The KJV and NASB are best suited for advanced readers, but if a person is new to reading the Bible, there is wisdom in selecting either the NIV, ESV, NRSV, or NKJV.
Tip: “Before and after you read the Scripture, pray earnestly that the Spirit who wrote it may interpret it for you, keep you from unbelief and error, and lead you into the truth.” – Richard Baxter
What is a Study Bible?
Study Bibles are excellent resources that new Bible readers should strongly consider. Study Bibles contain explanatory notes to help people understand what they are reading.
They commonly include maps, charts, timelines, and pictures. Every major English translation has a Study Bible and most have multiple options. Recommendations include (links go to Amazon):
- The NIV Study Bible (thousands of notes; full-color pictures, maps, etc.)
- The ESV Study Bible (thousands of notes, dozens of articles; fewer pictures)
- The NLT Study Bible (thousands of notes, incredible visual aids)
2. Study the Context of Each Biblical Book
To understand the Bible, a reader needs to interpret — i.e. understand the meaning of — books, passages, and verses. Those who are just beginning to study the Bible will benefit from a Study Bible (see links above), which will significantly aid them in understanding each book of the Bible.
Tip: Studying the Bible in a community such as a small group or Sunday school class can be helpful as well. When a person discusses what they are studying, it improves their understanding and retention.
The Bible has diverse historical, geographical, and literary contexts. The Bible’s unifying message centers on the person and work of Jesus Christ (John 3:16; Rom 6:23). The Old and the New Testaments present this message in different ways. For example:
- There are different styles of writing in the Bible (e.g. biography, history, poetry)
- There are different periods of time in the Bible (e.g. ancient Egypt, ancient Israel, ancient Greece)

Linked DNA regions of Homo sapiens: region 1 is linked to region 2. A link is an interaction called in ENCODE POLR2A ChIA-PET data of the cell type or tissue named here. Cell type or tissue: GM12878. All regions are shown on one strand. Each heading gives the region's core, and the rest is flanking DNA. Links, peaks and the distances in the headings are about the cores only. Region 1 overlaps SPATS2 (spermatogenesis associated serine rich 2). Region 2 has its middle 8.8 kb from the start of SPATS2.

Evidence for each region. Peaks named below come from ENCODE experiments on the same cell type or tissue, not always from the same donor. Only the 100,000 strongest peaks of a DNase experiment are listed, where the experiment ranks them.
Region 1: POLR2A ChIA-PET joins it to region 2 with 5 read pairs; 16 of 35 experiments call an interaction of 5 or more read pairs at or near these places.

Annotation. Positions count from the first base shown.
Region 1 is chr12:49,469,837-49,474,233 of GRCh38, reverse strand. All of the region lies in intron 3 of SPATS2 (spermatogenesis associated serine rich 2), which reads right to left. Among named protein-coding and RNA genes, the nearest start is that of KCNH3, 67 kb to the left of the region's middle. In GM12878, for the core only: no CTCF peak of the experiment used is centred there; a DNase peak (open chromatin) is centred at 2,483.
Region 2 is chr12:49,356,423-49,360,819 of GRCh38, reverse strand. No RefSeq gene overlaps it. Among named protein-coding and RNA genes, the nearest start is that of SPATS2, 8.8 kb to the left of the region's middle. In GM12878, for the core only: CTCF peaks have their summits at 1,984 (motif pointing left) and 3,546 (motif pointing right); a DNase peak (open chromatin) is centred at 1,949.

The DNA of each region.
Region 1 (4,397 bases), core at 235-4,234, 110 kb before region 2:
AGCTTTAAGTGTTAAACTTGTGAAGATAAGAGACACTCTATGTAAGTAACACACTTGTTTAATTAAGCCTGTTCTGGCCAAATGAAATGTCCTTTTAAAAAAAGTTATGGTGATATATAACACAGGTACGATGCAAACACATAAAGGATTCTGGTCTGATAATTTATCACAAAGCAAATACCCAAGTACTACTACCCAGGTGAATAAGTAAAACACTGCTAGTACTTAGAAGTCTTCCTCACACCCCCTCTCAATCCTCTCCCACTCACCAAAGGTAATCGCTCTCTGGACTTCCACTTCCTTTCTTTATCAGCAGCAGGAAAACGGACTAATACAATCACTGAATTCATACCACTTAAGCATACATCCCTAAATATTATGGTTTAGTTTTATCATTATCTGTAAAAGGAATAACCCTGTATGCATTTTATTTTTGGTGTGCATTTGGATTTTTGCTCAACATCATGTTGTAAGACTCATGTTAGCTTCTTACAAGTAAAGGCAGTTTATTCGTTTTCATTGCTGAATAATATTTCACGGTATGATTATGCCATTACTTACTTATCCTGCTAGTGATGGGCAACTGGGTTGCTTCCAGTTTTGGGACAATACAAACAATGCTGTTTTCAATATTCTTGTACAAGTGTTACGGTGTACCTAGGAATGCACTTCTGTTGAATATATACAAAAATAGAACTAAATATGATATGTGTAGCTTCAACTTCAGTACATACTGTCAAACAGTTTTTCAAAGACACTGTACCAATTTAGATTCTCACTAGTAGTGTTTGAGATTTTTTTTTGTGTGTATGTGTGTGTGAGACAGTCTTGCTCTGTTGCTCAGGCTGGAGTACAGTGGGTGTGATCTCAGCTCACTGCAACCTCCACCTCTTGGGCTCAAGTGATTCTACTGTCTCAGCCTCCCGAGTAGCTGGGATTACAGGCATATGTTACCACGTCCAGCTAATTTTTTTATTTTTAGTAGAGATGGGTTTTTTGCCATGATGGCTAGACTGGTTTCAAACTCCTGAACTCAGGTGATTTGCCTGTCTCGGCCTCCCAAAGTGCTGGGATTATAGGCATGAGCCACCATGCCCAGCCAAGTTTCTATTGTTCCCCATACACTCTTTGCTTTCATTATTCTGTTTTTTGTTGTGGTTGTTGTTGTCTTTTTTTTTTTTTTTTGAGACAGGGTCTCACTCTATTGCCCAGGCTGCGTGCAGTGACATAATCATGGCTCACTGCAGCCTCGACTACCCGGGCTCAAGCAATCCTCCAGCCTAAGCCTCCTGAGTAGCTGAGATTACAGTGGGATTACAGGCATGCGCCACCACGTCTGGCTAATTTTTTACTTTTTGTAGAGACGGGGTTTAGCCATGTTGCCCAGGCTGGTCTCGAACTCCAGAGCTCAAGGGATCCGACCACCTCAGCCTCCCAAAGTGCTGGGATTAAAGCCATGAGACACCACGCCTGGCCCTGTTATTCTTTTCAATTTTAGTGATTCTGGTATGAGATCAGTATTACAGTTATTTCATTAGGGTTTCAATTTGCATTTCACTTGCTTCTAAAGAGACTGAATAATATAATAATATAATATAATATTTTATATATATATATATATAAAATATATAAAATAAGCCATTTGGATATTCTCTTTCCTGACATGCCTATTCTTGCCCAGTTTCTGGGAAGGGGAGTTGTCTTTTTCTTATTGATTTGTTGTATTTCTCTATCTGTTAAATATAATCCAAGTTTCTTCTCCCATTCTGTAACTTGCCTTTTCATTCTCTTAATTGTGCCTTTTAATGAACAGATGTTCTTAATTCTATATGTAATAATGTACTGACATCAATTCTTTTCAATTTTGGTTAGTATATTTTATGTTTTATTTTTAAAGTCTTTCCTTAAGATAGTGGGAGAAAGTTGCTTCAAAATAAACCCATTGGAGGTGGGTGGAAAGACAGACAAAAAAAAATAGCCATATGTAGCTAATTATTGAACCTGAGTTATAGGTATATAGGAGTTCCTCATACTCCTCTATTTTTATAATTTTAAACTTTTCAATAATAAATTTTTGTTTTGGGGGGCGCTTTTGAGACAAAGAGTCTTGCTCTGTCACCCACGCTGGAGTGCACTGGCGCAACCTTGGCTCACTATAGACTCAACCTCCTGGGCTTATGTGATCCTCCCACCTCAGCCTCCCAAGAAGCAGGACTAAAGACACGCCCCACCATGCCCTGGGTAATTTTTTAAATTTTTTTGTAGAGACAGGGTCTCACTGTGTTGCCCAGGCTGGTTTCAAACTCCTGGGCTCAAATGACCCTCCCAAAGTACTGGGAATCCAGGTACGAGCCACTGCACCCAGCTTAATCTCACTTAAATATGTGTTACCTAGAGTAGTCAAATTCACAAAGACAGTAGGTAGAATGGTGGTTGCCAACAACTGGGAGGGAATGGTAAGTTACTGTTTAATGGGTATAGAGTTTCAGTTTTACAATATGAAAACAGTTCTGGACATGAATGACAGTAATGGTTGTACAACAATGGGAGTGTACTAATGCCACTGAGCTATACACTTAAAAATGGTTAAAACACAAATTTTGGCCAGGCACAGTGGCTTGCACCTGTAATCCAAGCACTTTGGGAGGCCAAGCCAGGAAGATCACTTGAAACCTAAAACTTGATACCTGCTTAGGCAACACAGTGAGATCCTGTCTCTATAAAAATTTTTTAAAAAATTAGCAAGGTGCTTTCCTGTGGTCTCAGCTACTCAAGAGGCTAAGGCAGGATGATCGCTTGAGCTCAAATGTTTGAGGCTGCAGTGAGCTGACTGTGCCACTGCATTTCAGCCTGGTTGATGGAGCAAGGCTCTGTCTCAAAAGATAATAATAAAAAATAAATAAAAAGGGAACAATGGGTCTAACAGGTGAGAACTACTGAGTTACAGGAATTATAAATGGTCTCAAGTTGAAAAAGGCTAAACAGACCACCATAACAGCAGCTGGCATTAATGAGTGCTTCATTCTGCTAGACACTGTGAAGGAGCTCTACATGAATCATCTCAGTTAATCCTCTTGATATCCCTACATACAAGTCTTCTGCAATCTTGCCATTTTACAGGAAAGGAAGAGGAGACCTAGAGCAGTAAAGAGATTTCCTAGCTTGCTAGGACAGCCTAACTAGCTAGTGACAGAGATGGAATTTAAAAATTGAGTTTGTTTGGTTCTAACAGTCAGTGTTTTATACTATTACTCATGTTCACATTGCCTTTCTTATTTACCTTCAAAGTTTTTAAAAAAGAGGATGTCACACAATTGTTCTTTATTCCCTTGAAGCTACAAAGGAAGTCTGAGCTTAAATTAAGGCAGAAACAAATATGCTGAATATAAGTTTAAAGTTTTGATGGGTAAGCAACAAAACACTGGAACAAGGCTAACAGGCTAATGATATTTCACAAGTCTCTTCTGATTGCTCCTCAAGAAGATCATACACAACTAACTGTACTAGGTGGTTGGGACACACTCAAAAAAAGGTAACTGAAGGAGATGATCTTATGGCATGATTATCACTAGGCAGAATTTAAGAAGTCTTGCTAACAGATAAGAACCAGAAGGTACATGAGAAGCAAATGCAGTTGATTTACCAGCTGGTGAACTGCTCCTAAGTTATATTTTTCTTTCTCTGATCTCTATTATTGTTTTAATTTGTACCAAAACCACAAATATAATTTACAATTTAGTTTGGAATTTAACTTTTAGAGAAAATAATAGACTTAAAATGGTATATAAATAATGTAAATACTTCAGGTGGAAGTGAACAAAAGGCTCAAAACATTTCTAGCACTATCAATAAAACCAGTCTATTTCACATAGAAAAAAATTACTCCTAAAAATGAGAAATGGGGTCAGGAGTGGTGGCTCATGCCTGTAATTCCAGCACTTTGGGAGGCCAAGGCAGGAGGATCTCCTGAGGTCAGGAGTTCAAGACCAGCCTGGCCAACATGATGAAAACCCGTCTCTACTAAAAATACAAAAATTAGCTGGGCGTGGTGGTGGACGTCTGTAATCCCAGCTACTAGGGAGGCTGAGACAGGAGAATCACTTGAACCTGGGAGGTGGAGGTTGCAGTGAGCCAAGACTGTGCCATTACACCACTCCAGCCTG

- There are different themes in biblical books (e.g. forgiveness, wisdom, redemption).
- There are different authors of biblical books (e.g. Moses, Daniel, Peter, Paul)
Learning the context: author, setting, title, and more
Below are five questions to ask about the context of each book of the Bible. (Reminder: If answering the questions below feels overwhelming, remember that a good Study Bible, like the three recommended above, can provide the answers to these questions.)
- What is the literary style? The style, also called genre, refers to the way that the writer tells a story or teaches readers. Biblical writing styles include historical narrative, poetry, prophecy, biography, epistles or letters, and more. For example, Psalms is poetry and Ephesians is a letter.
- What is the historical and social setting? The setting refers to where and when the stories take place, such as the country (Israel, Egypt, etc.), the date (3rd century B.C., 1st century A.D., etc.), the environment (town, desert, etc.), and much more. For example, the setting for most of Exodus was ancient Egypt. The setting for Acts was the Roman Empire.
- What is the title of the book? Book titles don’t reveal a lot of information, but knowing what they mean can give readers a helpful starting point. For example, “Genesis” means “in the beginning” and “Philippians” refers to the church in the town of Philippi. Knowing the meaning of a title helps with identifying the setting, message, and sometimes the author, of each book.
- Who is the author of the book? Identifying the author of each book gives the reader valuable background information on what they are reading. For example, Solomon wrote many of the Proverbs; Paul wrote Romans; and John wrote Revelation.
- Who were the original recipients of the book? Knowing the original receipient(s), and their social setting, practical challenges, and background, is necessary to understanding a book and applying it today. For example, Paul wrote 1 and 2 Corinthians to the church at Corinth, and 1 and 2 Timothy to his apprentice in ministry.
What is the key to growing as a student of the Bible?